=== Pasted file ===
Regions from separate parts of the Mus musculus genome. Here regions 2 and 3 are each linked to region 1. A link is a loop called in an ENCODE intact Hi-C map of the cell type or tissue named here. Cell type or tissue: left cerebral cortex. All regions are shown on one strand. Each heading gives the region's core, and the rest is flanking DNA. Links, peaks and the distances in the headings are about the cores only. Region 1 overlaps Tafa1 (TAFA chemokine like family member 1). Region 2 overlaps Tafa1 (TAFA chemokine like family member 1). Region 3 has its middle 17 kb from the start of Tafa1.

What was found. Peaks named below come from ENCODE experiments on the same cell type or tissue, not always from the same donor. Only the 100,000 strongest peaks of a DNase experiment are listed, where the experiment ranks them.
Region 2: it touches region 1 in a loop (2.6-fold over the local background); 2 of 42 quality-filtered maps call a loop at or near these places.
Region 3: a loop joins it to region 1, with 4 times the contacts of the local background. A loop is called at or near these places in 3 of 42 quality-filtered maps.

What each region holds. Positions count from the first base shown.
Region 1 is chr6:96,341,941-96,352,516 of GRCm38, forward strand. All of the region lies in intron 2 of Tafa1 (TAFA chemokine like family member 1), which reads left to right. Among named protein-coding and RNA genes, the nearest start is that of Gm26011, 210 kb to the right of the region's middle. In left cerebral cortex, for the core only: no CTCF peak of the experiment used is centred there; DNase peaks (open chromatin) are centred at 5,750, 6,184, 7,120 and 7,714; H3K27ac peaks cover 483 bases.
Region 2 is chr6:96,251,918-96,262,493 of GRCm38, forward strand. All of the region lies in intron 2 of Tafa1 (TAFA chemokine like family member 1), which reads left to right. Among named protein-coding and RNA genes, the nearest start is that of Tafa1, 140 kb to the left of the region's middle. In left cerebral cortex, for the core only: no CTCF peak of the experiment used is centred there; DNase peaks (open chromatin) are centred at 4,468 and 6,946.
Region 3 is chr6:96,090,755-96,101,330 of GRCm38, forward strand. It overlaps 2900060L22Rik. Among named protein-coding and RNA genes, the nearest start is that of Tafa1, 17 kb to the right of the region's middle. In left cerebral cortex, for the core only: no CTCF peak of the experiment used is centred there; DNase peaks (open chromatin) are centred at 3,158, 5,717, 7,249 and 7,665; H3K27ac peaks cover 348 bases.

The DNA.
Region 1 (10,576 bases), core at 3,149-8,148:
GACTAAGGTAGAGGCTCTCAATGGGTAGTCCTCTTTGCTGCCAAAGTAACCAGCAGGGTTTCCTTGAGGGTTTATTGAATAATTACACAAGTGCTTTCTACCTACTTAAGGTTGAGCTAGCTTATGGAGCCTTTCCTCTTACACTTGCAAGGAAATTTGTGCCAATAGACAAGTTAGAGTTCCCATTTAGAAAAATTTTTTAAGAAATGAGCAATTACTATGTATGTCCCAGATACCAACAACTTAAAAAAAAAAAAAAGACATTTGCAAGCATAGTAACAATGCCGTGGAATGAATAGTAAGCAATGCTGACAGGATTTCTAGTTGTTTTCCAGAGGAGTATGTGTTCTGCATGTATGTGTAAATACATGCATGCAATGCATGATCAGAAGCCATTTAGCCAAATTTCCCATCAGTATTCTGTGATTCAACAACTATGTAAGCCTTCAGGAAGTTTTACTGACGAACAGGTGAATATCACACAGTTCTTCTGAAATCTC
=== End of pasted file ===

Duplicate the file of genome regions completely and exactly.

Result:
Regions from separate parts of the Mus musculus genome. Here regions 2 and 3 are each linked to region 1. A link is a loop called in an ENCODE intact Hi-C map of the cell type or tissue named here. Cell type or tissue: left cerebral cortex. All regions are shown on one strand. Each heading gives the region's core, and the rest is flanking DNA. Links, peaks and the distances in the headings are about the cores only. Region 1 overlaps Tafa1 (TAFA chemokine like family member 1). Region 2 overlaps Tafa1 (TAFA chemokine like family member 1). Region 3 has its middle 17 kb from the start of Tafa1.

What was found. Peaks named below come from ENCODE experiments on the same cell type or tissue, not always from the same donor. Only the 100,000 strongest peaks of a DNase experiment are listed, where the experiment ranks them.
Region 2: it touches region 1 in a loop (2.6-fold over the local background); 2 of 42 quality-filtered maps call a loop at or near these places.
Region 3: a loop joins it to region 1, with 4 times the contacts of the local background. A loop is called at or near these places in 3 of 42 quality-filtered maps.

What each region holds. Positions count from the first base shown.
Region 1 is chr6:96,341,941-96,352,516 of GRCm38, forward strand. All of the region lies in intron 2 of Tafa1 (TAFA chemokine like family member 1), which reads left to right. Among named protein-coding and RNA genes, the nearest start is that of Gm26011, 210 kb to the right of the region's middle. In left cerebral cortex, for the core only: no CTCF peak of the experiment used is centred there; DNase peaks (open chromatin) are centred at 5,750, 6,184, 7,120 and 7,714; H3K27ac peaks cover 483 bases.
Region 2 is chr6:96,251,918-96,262,493 of GRCm38, forward strand. All of the region lies in intron 2 of Tafa1 (TAFA chemokine like family member 1), which reads left to right. Among named protein-coding and RNA genes, the nearest start is that of Tafa1, 140 kb to the left of the region's middle. In left cerebral cortex, for the core only: no CTCF peak of the experiment used is centred there; DNase peaks (open chromatin) are centred at 4,468 and 6,946.
Region 3 is chr6:96,090,755-96,101,330 of GRCm38, forward strand. It overlaps 2900060L22Rik. Among named protein-coding and RNA genes, the nearest start is that of Tafa1, 17 kb to the right of the region's middle. In left cerebral cortex, for the core only: no CTCF peak of the experiment used is centred there; DNase peaks (open chromatin) are centred at 3,158, 5,717, 7,249 and 7,665; H3K27ac peaks cover 348 bases.

The DNA.
Region 1 (10,576 bases), core at 3,149-8,148:
GACTAAGGTAGAGGCTCTCAATGGGTAGTCCTCTTTGCTGCCAAAGTAACCAGCAGGGTTTCCTTGAGGGTTTATTGAATAATTACACAAGTGCTTTCTACCTACTTAAGGTTGAGCTAGCTTATGGAGCCTTTCCTCTTACACTTGCAAGGAAATTTGTGCCAATAGACAAGTTAGAGTTCCCATTTAGAAAAATTTTTTAAGAAATGAGCAATTACTATGTATGTCCCAGATACCAACAACTTAAAAAAAAAAAAAAGACATTTGCAAGCATAGTAACAATGCCGTGGAATGAATAGTAAGCAATGCTGACAGGATTTCTAGTTGTTTTCCAGAGGAGTATGTGTTCTGCATGTATGTGTAAATACATGCATGCAATGCATGATCAGAAGCCATTTAGCCAAATTTCCCATCAGTATTCTGTGATTCAACAACTATGTAAGCCTTCAGGAAGTTTTACTGACGAACAGGTGAATATCACACAGTTCTTCTGAAATCTC